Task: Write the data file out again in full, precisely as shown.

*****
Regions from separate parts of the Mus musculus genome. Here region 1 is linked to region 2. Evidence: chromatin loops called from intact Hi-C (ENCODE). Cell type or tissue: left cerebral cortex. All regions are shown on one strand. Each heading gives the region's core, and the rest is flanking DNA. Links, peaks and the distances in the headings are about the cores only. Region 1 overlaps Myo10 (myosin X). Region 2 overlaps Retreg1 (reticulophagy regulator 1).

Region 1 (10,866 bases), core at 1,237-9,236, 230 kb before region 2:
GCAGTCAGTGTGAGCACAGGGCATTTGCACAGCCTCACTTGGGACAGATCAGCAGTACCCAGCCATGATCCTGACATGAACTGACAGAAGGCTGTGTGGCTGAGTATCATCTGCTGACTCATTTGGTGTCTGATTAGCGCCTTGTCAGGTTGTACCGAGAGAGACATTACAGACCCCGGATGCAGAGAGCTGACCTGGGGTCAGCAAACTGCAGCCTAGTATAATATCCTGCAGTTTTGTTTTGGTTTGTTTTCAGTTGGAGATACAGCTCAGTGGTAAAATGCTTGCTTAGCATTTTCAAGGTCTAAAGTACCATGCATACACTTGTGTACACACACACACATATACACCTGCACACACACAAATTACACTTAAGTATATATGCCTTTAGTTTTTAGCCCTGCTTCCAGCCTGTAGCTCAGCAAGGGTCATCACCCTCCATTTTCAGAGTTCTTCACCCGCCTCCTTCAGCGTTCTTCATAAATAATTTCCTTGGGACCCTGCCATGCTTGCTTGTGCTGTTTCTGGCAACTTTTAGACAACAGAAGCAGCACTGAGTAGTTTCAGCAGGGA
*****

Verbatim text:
Regions from separate parts of the Mus musculus genome. Here region 1 is linked to region 2. Evidence: chromatin loops called from intact Hi-C (ENCODE). Cell type or tissue: left cerebral cortex. All regions are shown on one strand. Each heading gives the region's core, and the rest is flanking DNA. Links, peaks and the distances in the headings are about the cores only. Region 1 overlaps Myo10 (myosin X). Region 2 overlaps Retreg1 (reticulophagy regulator 1).

Region 1 (10,866 bases), core at 1,237-9,236, 230 kb before region 2:
GCAGTCAGTGTGAGCACAGGGCATTTGCACAGCCTCACTTGGGACAGATCAGCAGTACCCAGCCATGATCCTGACATGAACTGACAGAAGGCTGTGTGGCTGAGTATCATCTGCTGACTCATTTGGTGTCTGATTAGCGCCTTGTCAGGTTGTACCGAGAGAGACATTACAGACCCCGGATGCAGAGAGCTGACCTGGGGTCAGCAAACTGCAGCCTAGTATAATATCCTGCAGTTTTGTTTTGGTTTGTTTTCAGTTGGAGATACAGCTCAGTGGTAAAATGCTTGCTTAGCATTTTCAAGGTCTAAAGTACCATGCATACACTTGTGTACACACACACACATATACACCTGCACACACACAAATTACACTTAAGTATATATGCCTTTAGTTTTTAGCCCTGCTTCCAGCCTGTAGCTCAGCAAGGGTCATCACCCTCCATTTTCAGAGTTCTTCACCCGCCTCCTTCAGCGTTCTTCATAAATAATTTCCTTGGGACCCTGCCATGCTTGCTTGTGCTGTTTCTGGCAACTTTTAGACAACAGAAGCAGCACTGAGTAGTTTCAGCAGGGA